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Tom Armistead
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I am a retired accountant, having spent the early years of my career in the insurance industry and the later part in the field of accounting. My insurance experience has given me the willingness to accept investment risk if I feel the return justifies it; also, an interest in applying risk... More
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Tom Armistead's Instablog
  • Putting On A Small Hedge 11 comments
    Mar 10, 2014 10:21 AM | about stocks: SPY

    Putin makes me nervous. Analysis of such material as is available on the internet reveals a macho man with a penchant for politically incorrect observations. Do a search on "Putinisms." Or look for the images of the bare-chested hero riding a horse, which have received rave reviews.

    Plus there was the photo of him with his military advisors looking over some sort of scene in the distance. There were three sets of binoculars in view, which had the appearance of having survived WWI.

    After thinking about it over the weekend, I bought some SPY Dec 2016 220 puts (NYSEARCA:SPY), enough to offset about half of my discretionary portfolio.

    I find it difficult to believe that with Putin at the table, the disputes about Ukraine can be resolved in as conventional way, by diplomacy and compromise. Certainly he has the better hand, from the cards that are visible on the table. I look for him to overplay it.

    The deep in the money puts behave very predictably. In the past, I've had some success with short-term bets against the market, closing them with profits, on the general average. I continue bullish for the long term, but I would like to be paid for watching this situation with Putin/Ukraine play itself out.

    Stocks: SPY
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Comments (11)
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  • Ray Merola
    , contributor
    Comments (6660) | Send Message
    Hi Tom


    Prudent move for a trade investment. I generally ignore most geo-political events, unless I can see a clear, longer-term line-of-sight to it degrading S&P 500 earnings.


    I'm using any general / potential market pullback to round out full positions in International Paper (IP) and Nucor Steel (NUE) my two favorite Materials Sector stocks.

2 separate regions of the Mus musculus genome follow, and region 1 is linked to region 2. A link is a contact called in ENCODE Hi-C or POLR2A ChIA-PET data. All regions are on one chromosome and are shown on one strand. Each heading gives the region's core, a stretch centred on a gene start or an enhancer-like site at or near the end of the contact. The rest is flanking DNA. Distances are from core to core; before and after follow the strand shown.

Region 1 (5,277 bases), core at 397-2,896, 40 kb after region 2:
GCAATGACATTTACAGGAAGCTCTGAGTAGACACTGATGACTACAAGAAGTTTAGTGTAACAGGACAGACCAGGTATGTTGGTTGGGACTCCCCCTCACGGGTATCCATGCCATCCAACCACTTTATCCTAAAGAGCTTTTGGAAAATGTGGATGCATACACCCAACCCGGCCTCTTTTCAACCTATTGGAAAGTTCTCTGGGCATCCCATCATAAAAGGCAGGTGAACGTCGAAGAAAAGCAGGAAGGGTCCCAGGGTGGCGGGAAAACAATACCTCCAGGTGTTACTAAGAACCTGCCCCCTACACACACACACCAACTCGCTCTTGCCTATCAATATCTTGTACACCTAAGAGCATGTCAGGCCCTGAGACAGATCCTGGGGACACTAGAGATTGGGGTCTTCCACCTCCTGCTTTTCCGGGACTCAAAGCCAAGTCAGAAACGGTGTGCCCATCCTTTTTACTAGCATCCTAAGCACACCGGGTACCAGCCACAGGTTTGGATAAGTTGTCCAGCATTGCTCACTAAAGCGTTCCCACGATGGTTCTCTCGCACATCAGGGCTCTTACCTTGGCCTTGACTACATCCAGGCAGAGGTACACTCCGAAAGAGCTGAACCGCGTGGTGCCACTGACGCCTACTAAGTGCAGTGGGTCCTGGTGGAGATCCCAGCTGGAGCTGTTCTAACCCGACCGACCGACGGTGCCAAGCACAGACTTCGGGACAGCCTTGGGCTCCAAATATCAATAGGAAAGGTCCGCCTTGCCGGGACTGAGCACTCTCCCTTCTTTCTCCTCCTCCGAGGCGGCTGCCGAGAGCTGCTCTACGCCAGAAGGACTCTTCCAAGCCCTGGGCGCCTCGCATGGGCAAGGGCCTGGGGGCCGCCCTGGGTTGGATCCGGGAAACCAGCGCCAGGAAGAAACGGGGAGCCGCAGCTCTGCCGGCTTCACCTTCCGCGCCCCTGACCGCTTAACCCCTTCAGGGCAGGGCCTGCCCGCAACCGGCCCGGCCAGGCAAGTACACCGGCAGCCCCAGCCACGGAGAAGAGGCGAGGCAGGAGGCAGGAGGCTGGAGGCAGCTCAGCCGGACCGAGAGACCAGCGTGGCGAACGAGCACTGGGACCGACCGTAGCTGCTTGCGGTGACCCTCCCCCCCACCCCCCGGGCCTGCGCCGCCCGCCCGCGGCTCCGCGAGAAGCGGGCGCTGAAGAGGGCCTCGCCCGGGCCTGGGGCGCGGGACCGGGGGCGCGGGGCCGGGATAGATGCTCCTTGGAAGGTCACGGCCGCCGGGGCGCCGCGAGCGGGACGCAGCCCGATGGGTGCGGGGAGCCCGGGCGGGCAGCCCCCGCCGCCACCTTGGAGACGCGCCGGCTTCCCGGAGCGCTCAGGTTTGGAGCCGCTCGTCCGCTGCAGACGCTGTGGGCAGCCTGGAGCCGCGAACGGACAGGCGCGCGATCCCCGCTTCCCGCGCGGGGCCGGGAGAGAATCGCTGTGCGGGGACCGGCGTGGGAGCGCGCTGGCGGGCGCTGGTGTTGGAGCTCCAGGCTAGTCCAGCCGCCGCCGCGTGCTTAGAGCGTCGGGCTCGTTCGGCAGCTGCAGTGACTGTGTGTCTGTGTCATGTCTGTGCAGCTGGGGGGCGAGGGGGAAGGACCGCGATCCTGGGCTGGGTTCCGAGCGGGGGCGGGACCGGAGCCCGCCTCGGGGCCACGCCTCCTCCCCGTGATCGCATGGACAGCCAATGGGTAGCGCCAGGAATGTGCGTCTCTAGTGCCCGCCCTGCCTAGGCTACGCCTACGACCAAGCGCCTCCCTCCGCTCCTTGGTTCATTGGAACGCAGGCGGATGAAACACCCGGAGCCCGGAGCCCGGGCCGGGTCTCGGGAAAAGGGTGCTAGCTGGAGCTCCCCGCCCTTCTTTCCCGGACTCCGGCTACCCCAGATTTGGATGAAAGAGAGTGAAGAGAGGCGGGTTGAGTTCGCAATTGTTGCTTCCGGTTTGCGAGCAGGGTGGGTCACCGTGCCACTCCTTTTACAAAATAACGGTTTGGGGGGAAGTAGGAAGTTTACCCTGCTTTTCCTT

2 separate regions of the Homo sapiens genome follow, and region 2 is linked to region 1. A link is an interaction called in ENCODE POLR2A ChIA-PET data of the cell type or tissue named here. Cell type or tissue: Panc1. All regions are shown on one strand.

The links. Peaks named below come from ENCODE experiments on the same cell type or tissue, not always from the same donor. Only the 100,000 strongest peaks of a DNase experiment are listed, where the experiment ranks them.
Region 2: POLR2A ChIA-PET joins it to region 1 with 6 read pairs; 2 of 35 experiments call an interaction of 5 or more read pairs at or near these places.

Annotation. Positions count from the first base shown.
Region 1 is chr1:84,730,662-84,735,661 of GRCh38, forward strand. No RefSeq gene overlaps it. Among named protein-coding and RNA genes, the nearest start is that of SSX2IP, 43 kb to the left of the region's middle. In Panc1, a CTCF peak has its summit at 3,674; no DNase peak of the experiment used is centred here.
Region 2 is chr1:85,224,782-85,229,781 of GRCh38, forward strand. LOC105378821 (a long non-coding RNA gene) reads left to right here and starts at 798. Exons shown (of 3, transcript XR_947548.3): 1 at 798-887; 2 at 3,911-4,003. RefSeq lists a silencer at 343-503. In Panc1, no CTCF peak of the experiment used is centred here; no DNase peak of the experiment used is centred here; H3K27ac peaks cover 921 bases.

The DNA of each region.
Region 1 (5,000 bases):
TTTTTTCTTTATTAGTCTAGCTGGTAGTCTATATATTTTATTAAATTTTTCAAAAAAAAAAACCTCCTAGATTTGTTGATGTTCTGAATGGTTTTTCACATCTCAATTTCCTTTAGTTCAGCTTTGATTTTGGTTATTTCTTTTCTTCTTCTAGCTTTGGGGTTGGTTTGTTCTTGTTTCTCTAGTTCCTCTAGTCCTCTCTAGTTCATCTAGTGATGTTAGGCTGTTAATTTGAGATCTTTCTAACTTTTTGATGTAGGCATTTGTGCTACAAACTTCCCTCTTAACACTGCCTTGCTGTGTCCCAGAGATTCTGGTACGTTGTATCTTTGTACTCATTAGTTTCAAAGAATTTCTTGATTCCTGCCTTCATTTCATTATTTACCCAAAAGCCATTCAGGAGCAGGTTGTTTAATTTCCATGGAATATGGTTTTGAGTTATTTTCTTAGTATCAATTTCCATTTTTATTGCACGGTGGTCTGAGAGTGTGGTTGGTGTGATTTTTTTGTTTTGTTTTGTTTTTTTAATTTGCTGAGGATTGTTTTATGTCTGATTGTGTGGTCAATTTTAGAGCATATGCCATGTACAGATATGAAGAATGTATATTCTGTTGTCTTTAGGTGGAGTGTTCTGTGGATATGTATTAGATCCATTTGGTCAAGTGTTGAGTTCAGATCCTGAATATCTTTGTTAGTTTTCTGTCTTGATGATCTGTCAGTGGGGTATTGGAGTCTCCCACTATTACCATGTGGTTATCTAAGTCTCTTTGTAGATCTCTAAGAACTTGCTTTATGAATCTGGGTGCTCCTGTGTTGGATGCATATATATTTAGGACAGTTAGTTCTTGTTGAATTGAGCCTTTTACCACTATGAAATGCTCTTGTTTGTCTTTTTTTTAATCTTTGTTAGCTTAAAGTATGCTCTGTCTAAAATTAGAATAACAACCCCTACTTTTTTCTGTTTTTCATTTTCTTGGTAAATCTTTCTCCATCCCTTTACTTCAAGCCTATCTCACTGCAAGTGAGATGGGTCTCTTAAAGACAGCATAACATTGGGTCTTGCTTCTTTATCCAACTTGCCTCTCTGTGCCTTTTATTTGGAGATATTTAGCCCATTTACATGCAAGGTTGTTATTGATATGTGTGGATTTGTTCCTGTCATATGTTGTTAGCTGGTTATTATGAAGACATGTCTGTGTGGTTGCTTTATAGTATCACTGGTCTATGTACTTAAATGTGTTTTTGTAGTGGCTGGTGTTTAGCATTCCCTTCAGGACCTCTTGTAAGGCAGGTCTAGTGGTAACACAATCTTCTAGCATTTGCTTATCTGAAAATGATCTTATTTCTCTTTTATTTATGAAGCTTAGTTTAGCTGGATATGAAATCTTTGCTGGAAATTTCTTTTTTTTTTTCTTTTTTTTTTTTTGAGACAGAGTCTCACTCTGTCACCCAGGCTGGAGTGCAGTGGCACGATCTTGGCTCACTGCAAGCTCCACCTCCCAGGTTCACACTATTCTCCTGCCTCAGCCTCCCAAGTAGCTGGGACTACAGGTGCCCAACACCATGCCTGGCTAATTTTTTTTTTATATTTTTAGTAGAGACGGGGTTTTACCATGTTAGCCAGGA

10 Mar 2014, 05:34 PM Reply Like
  • Tom Armistead
    , contributor
    Comments (6209) | Send Message
    Author’s reply » Thanks Ray, I have been wondering if I was over-reacting on the Crimean situation, spent a lot of time studying it and finally came to the conclusion that the most likely resolution is along the lines of the Georgia incident in 2008, Bush let it go by very easily.


    Longer term the US didn't intervene militarily in Czechoslovakia, the "spring" which the USSR crushed, or in Hungary, the rebellion that was quelled by a massive invasion. So it seems very unlikely we would let things get to that point over Crimea or the whole Ukraine for that matter.


    Europe works by committee which is slow, and by consensus, so military action from them is unlikely.


    I guess sanctions interfering with trade globally is a negative, not sure how far that would go.


    If the market does decline, I'm like you, I have things I would like to do, the hedge at that point would be a convenient source of funds, either at a profit, or a reduced loss.
    11 Mar 2014, 12:01 PM Reply Like
  • lpjblb
    , contributor
    Comments (41) | Send Message
    Tom--do you attempt to recover some of your hedge cost by selling shorter term puts? (per Reel Ken strategies)
    11 Mar 2014, 11:40 AM Reply Like
  • Tom Armistead
    , contributor
    Comments (6209) | Send Message
    Author’s reply » lpjblb,


    I've done so in the past, with mixed results.


    At one time, I attempted to hedge so as to protect my portfolio from a downward move of a specific percentage, for instance 10% or 15%. Often the cost is so high that it doesn't make any sense to attempt it.


    The way I think about it now is, along the lines of what Ray is saying above, I have some things I plan to do if the market declines, and I expect to liquidate my hedge as a source of funds at that time.